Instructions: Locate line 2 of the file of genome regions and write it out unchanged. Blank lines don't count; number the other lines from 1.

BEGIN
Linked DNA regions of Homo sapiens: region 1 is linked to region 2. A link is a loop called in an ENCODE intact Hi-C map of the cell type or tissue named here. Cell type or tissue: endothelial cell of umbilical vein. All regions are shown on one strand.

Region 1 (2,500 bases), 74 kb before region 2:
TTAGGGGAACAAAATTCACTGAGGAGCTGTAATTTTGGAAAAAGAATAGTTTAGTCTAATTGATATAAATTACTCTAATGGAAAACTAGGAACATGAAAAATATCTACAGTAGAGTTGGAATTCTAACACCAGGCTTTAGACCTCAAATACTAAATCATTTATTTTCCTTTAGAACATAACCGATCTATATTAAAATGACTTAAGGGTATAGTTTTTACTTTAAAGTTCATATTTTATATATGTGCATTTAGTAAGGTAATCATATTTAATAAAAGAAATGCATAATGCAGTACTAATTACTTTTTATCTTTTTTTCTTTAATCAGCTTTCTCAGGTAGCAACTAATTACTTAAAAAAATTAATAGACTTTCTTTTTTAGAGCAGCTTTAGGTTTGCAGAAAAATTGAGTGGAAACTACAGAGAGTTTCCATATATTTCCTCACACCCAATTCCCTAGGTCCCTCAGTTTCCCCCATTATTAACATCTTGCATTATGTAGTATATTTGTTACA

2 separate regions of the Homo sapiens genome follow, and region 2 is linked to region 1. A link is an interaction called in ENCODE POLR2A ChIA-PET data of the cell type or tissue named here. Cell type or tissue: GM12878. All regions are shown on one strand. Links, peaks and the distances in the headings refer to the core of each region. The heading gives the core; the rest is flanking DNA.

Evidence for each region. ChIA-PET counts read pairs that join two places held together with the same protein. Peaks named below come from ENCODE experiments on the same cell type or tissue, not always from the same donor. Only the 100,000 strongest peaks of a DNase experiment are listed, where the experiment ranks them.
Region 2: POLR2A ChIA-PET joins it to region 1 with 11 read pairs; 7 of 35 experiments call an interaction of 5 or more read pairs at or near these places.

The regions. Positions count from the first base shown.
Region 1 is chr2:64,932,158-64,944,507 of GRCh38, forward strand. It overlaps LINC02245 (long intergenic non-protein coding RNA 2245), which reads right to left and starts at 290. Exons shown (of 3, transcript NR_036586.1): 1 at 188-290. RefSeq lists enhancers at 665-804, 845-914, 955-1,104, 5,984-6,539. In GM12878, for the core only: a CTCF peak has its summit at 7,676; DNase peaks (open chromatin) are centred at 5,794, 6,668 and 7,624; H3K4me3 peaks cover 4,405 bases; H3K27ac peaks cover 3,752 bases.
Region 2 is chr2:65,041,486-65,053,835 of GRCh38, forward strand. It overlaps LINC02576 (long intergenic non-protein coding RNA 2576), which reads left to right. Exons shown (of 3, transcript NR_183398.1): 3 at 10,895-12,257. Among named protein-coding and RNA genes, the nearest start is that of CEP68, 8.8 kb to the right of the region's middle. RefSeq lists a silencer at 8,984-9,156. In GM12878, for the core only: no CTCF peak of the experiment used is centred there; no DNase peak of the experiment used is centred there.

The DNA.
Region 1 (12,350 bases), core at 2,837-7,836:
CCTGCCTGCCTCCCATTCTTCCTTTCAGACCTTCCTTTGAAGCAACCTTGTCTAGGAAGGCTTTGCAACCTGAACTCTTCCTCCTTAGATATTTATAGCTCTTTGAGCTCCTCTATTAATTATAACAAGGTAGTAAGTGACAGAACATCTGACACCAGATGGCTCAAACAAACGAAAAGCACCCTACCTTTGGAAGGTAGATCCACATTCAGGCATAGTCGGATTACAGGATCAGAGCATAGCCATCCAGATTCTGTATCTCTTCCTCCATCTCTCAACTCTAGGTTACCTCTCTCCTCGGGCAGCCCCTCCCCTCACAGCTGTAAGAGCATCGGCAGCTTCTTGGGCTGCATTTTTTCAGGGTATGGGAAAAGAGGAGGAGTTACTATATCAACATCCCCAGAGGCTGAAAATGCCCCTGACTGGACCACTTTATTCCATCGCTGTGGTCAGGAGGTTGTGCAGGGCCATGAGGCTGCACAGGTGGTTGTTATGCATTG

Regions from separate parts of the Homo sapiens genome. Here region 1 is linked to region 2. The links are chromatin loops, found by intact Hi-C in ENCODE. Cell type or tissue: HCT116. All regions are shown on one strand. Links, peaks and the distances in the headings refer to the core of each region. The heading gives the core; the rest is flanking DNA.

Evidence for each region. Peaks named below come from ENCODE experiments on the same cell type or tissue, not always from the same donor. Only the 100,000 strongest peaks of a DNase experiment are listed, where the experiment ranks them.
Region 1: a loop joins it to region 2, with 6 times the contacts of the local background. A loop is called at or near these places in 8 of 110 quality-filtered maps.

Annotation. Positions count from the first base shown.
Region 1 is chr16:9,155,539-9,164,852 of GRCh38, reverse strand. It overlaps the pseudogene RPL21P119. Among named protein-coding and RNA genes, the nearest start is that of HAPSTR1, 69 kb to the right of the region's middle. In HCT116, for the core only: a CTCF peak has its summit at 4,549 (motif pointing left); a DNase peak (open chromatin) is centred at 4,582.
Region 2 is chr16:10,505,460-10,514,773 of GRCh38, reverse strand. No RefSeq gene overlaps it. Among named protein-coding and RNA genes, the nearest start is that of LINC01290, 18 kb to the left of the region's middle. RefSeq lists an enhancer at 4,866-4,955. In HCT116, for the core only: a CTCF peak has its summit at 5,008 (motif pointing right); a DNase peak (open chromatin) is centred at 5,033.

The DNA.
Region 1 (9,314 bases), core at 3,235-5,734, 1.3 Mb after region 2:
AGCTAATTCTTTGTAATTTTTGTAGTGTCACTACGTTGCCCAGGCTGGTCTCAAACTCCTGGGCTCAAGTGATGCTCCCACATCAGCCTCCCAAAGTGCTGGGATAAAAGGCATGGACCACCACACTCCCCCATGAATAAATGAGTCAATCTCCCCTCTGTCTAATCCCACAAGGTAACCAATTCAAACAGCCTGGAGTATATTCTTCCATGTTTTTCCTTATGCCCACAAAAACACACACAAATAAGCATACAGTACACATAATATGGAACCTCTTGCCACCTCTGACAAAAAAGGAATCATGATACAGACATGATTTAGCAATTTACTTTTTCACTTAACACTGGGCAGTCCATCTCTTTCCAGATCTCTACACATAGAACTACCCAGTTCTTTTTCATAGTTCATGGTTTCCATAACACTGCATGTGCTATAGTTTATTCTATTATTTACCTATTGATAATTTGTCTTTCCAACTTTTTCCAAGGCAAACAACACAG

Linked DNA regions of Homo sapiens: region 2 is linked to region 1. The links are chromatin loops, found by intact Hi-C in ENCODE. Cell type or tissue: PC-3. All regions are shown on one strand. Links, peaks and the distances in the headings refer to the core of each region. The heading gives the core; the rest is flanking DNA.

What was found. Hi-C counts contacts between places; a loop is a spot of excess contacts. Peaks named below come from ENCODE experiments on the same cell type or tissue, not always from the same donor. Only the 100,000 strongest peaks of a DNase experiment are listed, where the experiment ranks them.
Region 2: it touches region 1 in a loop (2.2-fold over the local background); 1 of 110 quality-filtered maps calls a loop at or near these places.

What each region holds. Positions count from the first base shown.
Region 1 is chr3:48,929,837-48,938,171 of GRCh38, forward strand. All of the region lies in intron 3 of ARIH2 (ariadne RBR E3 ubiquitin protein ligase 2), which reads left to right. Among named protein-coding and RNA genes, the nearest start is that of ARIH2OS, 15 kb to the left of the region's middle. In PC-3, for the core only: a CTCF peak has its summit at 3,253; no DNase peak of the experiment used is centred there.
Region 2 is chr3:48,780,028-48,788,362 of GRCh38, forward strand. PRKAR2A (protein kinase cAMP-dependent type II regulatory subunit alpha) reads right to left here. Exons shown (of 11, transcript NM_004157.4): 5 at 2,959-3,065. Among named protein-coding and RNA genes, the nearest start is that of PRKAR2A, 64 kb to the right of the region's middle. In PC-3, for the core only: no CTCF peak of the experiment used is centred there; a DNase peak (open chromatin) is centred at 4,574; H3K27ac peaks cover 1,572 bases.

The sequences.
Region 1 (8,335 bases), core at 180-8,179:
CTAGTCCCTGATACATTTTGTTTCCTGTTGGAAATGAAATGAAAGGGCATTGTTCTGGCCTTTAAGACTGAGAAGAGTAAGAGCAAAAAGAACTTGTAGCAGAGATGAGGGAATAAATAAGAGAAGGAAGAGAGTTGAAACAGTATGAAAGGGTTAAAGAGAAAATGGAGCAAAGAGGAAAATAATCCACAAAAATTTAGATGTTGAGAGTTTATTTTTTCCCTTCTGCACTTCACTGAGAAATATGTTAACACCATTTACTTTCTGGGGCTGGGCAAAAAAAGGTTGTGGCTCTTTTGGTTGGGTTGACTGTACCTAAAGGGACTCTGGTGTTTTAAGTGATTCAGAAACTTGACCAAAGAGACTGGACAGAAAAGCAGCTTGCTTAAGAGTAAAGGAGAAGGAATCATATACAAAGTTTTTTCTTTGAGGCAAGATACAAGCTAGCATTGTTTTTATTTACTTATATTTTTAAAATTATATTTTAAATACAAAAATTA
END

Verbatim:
Region 1 (2,500 bases), 74 kb before region 2: